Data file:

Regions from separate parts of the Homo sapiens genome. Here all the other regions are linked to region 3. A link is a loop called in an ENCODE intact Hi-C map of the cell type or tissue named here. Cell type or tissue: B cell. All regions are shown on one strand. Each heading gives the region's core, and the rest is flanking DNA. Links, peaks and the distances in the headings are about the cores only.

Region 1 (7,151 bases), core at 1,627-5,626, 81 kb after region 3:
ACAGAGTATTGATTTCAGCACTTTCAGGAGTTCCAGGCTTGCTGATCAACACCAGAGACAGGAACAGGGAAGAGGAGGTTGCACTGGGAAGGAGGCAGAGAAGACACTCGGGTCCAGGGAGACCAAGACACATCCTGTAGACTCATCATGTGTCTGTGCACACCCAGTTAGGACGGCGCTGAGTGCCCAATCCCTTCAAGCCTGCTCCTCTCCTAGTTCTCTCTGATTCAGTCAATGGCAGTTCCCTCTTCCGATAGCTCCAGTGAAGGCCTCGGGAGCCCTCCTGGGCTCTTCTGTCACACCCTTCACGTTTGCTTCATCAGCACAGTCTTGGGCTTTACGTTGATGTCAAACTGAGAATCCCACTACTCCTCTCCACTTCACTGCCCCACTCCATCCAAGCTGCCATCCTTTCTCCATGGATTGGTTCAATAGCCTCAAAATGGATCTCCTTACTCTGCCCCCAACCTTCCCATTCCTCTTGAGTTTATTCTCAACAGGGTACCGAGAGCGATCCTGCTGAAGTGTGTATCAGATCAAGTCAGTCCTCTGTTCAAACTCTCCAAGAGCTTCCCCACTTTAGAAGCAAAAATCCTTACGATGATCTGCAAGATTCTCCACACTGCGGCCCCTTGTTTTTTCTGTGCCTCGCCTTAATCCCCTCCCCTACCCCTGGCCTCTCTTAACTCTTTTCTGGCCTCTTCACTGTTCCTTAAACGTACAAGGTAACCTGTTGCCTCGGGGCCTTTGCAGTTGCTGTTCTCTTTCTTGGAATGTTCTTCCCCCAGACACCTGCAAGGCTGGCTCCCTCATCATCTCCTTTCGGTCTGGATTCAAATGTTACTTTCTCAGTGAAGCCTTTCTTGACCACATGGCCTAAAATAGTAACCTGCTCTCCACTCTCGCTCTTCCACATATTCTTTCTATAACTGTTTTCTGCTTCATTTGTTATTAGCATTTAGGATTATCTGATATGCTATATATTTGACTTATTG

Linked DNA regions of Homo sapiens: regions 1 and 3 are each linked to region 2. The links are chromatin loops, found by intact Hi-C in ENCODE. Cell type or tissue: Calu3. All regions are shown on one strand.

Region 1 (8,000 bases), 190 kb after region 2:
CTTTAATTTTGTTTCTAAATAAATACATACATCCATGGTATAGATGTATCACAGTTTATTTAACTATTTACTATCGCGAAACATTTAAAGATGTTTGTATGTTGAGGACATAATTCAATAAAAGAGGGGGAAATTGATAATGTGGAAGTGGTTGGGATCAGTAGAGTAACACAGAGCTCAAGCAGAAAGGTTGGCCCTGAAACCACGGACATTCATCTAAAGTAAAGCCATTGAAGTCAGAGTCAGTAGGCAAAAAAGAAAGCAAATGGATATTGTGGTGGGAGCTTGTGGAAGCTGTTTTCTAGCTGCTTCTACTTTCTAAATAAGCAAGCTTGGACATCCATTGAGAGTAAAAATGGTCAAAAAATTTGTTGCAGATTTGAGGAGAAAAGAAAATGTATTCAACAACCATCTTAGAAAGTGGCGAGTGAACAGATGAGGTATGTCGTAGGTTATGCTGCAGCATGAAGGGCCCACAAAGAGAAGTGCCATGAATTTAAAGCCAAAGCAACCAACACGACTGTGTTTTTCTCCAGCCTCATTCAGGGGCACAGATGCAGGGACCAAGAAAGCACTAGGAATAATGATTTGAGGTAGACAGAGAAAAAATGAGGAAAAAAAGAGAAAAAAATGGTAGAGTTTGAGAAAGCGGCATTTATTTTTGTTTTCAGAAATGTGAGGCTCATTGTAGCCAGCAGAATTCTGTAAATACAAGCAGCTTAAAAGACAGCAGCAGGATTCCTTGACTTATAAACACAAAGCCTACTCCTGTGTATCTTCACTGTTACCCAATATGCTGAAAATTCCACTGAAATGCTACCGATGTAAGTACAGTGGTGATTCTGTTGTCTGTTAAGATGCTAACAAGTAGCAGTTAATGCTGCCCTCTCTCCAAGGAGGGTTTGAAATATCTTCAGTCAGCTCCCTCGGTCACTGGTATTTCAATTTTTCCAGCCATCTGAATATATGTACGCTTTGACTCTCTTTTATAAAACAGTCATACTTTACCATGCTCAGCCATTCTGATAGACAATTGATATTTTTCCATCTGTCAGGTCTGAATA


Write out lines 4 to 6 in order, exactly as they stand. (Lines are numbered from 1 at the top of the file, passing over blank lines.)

Linked DNA regions of Homo sapiens: regions 1 and 3 are each linked to region 2. The links are chromatin loops, found by intact Hi-C in ENCODE. Cell type or tissue: Calu3. All regions are shown on one strand.

Region 1 (8,000 bases), 190 kb after region 2:
CTTTAATTTTGTTTCTAAATAAATACATACATCCATGGTATAGATGTATCACAGTTTATTTAACTATTTACTATCGCGAAACATTTAAAGATGTTTGTATGTTGAGGACATAATTCAATAAAAGAGGGGGAAATTGATAATGTGGAAGTGGTTGGGATCAGTAGAGTAACACAGAGCTCAAGCAGAAAGGTTGGCCCTGAAACCACGGACATTCATCTAAAGTAAAGCCATTGAAGTCAGAGTCAGTAGGCAAAAAAGAAAGCAAATGGATATTGTGGTGGGAGCTTGTGGAAGCTGTTTTCTAGCTGCTTCTACTTTCTAAATAAGCAAGCTTGGACATCCATTGAGAGTAAAAATGGTCAAAAAATTTGTTGCAGATTTGAGGAGAAAAGAAAATGTATTCAACAACCATCTTAGAAAGTGGCGAGTGAACAGATGAGGTATGTCGTAGGTTATGCTGCAGCATGAAGGGCCCACAAAGAGAAGTGCCATGAATTTAAAGCCAAAGCAACCAACACGACTGTGTTTTTCTCCAGCCTCATTCAGGGGCACAGATGCAGGGACCAAGAAAGCACTAGGAATAATGATTTGAGGTAGACAGAGAAAAAATGAGGAAAAAAAGAGAAAAAAATGGTAGAGTTTGAGAAAGCGGCATTTATTTTTGTTTTCAGAAATGTGAGGCTCATTGTAGCCAGCAGAATTCTGTAAATACAAGCAGCTTAAAAGACAGCAGCAGGATTCCTTGACTTATAAACACAAAGCCTACTCCTGTGTATCTTCACTGTTACCCAATATGCTGAAAATTCCACTGAAATGCTACCGATGTAAGTACAGTGGTGATTCTGTTGTCTGTTAAGATGCTAACAAGTAGCAGTTAATGCTGCCCTCTCTCCAAGGAGGGTTTGAAATATCTTCAGTCAGCTCCCTCGGTCACTGGTATTTCAATTTTTCCAGCCATCTGAATATATGTACGCTTTGACTCTCTTTTATAAAACAGTCATACTTTACCATGCTCAGCCATTCTGATAGACAATTGATATTTTTCCATCTGTCAGGTCTGAATA